Presentation on theme: "Cancer Research UK Library The e-journals experience April 28 th 2010."— Presentation transcript:
Cancer Research UK Library The e-journals experience April 28 th 2010
The history of e-journals at CR-UK Pre-2006, a mix of electronic and print journals 2006 – move to 100% e-journals only -Already had e-journals, able to see the benefit -New institute opening at Cambridge, no on-site library -Demand from users -Print copies still subscribed to, by other organisational departments -Print copies still administered by library staff (invoicing, checking in, tagging, ordering new titles, renewing old titles)
Current e-journals at CR-UK 140 titles, all available online Supplementary print collection (not library owned) Mainly science titles, some medical and research All accessible through intranet/library pages but... IP authentication allows access via other routes (Google...) Off-site access available using proxy server Useful for home workers, conference attendees etc Not accepted by all publishers Possibility of more detailed picture of users
E-journals – advantages for CR-UK No passwords needed for e-subs No Athens-type authentication needed Off-site access is available for all CR-UK staff -Network/intranet access carefully guarded/maintained Available to all users at the same time - no limit on concurrent users Allows links within PubMed and Web of Science Download statistics show how many people use the journal ILL supply is much faster No need to set aside physical storage space for growth Help decide on titles at renewals time
E-journals – disadvantages for CR-UK Very expensive ! -Affects the number and type of journals we buy overall Requires upkeep - checking links, solving technical glitches No guarantee of perpetual access to paid-for content Other subscriptions within organisation can cause clashes due to IP authentication Not all titles are available electronically… …users expect ALL articles to be available online...users expect ALL publisher titles to be available Paid-for print does NOT equal electronic archive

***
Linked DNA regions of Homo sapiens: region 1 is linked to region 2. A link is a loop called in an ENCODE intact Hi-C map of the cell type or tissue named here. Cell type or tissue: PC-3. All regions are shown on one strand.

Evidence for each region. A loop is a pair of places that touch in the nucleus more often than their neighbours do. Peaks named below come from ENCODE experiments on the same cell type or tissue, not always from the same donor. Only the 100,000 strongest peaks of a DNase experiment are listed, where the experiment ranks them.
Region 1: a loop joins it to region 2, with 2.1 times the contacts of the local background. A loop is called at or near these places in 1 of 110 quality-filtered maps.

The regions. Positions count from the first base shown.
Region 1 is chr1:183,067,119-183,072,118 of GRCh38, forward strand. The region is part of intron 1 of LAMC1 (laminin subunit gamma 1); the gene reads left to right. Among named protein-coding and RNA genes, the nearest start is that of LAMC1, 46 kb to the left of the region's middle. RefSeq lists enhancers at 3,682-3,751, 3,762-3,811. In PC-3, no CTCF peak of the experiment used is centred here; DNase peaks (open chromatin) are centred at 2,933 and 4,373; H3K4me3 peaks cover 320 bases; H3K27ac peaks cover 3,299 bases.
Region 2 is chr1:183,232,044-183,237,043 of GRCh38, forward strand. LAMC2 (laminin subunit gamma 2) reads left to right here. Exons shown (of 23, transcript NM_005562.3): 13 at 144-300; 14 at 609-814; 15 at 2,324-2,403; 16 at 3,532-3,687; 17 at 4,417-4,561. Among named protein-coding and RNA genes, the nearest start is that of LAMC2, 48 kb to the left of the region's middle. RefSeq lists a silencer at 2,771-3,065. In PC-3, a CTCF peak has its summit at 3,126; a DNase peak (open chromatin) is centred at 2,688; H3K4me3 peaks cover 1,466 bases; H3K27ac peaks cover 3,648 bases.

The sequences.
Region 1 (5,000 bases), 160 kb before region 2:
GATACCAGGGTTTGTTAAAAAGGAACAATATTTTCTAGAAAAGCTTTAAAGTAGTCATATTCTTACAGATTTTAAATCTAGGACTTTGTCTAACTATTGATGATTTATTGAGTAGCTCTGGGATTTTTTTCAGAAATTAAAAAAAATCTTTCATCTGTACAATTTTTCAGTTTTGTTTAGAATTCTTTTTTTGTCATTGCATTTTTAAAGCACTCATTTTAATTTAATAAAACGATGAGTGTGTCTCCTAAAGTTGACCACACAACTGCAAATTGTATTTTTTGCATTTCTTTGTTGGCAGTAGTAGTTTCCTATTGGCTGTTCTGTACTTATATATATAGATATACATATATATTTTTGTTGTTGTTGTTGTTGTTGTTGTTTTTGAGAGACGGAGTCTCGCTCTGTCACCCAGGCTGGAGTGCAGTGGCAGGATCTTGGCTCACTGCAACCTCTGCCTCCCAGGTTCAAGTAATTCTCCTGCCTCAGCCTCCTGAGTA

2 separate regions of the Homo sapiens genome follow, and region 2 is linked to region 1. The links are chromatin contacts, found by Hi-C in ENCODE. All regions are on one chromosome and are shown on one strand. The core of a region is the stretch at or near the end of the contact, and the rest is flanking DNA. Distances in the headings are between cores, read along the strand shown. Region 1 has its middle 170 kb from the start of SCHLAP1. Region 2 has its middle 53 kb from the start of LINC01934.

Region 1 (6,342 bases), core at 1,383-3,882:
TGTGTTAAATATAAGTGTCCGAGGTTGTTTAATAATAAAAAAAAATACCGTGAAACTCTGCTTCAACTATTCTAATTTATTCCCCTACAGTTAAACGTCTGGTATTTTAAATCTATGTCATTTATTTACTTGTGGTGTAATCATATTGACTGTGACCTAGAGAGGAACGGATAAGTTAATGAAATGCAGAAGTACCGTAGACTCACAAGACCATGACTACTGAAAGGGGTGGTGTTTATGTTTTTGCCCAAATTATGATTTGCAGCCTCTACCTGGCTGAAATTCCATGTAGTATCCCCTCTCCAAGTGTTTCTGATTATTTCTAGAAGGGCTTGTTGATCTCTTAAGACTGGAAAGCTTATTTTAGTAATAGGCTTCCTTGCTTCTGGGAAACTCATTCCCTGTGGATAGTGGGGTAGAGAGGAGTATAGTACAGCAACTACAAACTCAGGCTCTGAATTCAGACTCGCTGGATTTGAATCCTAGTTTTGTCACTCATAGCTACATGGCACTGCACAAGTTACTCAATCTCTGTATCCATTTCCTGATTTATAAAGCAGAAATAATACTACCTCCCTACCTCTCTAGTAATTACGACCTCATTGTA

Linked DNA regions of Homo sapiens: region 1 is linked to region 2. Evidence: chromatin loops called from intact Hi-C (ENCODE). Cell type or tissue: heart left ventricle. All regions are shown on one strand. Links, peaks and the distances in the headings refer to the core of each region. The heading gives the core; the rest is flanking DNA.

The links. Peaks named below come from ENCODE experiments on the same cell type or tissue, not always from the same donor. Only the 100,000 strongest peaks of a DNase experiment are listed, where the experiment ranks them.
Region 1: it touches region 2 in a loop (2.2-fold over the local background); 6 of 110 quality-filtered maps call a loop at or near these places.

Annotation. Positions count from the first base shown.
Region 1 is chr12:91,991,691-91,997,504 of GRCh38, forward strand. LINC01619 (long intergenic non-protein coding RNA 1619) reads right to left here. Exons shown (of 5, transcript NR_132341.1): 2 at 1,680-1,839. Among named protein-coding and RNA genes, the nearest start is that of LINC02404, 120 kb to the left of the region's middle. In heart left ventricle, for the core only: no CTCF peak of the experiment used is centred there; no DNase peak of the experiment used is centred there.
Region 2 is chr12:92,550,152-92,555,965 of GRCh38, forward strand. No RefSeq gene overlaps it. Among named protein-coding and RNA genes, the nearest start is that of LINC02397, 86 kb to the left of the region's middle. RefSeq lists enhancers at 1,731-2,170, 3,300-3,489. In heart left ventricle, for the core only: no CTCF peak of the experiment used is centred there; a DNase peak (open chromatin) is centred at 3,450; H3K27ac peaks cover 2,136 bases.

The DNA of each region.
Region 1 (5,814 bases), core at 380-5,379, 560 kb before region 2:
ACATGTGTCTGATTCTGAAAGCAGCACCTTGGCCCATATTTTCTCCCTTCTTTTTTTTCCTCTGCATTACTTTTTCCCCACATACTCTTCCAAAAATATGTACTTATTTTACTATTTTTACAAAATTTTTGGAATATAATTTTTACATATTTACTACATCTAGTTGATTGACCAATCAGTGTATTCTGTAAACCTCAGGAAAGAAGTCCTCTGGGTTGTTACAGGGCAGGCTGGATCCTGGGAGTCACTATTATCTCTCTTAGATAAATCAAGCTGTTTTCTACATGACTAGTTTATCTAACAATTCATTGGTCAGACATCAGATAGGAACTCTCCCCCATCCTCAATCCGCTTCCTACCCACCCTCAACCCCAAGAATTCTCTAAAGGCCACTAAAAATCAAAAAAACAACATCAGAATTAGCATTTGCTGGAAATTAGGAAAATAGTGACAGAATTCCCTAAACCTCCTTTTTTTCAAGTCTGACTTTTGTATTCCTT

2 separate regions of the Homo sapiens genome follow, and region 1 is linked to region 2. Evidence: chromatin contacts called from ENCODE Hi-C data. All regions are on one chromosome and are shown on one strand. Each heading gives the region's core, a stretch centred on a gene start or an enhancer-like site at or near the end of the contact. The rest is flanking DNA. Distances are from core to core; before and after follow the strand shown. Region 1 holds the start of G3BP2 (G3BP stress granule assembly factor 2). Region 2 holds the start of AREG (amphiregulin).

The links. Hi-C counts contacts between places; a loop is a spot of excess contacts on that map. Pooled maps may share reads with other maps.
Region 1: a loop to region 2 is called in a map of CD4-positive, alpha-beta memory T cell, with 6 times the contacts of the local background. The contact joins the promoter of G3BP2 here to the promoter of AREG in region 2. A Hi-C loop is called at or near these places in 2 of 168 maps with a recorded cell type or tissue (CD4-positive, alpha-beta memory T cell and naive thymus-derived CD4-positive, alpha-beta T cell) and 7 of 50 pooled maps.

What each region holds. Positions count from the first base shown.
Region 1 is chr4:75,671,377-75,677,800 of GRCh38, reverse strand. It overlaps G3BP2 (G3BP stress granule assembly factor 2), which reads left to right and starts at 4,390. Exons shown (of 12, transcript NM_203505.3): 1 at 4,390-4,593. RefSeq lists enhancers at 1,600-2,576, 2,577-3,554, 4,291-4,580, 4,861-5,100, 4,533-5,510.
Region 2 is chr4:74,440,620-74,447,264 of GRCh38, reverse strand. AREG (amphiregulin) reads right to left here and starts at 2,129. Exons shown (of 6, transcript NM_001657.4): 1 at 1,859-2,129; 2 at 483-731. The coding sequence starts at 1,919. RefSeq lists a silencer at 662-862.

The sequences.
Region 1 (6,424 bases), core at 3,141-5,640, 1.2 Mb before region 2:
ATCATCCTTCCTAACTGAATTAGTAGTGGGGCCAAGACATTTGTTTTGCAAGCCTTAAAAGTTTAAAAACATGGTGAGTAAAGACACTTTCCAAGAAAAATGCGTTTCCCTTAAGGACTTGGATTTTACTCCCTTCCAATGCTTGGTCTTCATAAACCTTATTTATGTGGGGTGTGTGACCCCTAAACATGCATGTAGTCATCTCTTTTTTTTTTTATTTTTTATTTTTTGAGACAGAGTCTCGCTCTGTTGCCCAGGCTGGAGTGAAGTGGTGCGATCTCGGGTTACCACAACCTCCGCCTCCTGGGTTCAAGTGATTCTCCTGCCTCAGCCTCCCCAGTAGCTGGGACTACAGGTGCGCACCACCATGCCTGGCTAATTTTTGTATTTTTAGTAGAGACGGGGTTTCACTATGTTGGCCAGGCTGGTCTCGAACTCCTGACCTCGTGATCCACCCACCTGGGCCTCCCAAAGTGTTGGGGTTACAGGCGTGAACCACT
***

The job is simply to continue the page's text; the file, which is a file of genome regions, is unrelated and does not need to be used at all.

E-journals - learning points (1) Does not require storage or growing space -but older print issues need to be kept -so will the library shrink in size ? -especially when used in conjunction with UKPMC Is of particular value to those libraries where users are spread across a wide geographical area -Membership organisations, multi-site workplaces -What about access to archival print issues ?
E-journals - learning points (2) List of users : locations, number etc -Show publisher/subscription agent you know who is using the service -Will be needed to set price tier Access – IP range, authentication service, passwords ? -CR-UK only uses IP range, but network is limited to staff -Different passwords for different titles = frustration ! How do users get the passwords ? -Will publishers accept authentication service ?
E-journals - learning points (3) Value of a closed network -User must be authenticated by organisations IT systems -Shows publisher the system is closed/secure -May not work with very large membership organisations -Controls, to large extent, who can access the content IT support staff need to be involved from outset -Is the system ready for increased usage ? -Have IT staff dealt with electronic resources before ? -Will you need a proxy server for off-site usage ? -Responsibility for access problems ?
E-journals - learning points (3) Usage statistics – when to DIY -CR-UK downloads statistics monthly, working out cost per download using Excel -Some commercial services (e.g. Swets) may do this for you -Improves decision-making process Value of links in databases such as PubMed -Reminding users of library and services -Saving users time in accessing articles -Can be used for print journals too -Other databases offer this service (Web of Knowledge)
E-journals - learning points (3) Perpetual access is not guaranteed – have a back-up ! -Subscribing to print copies does not guarantee e-access to this content when you make the switch -Some publishers will cut off access to content youve paid for if you no longer subscribe -The same publishers will then charge you a further access fee to this content fee – payable annually... -Journals change publishers and content doesnt always get transferred across with old subscriber information -Archives are available, at a price. Do you want to pay for older content at the expense of new additions to stock ? -ILLs ? How often will you need these ?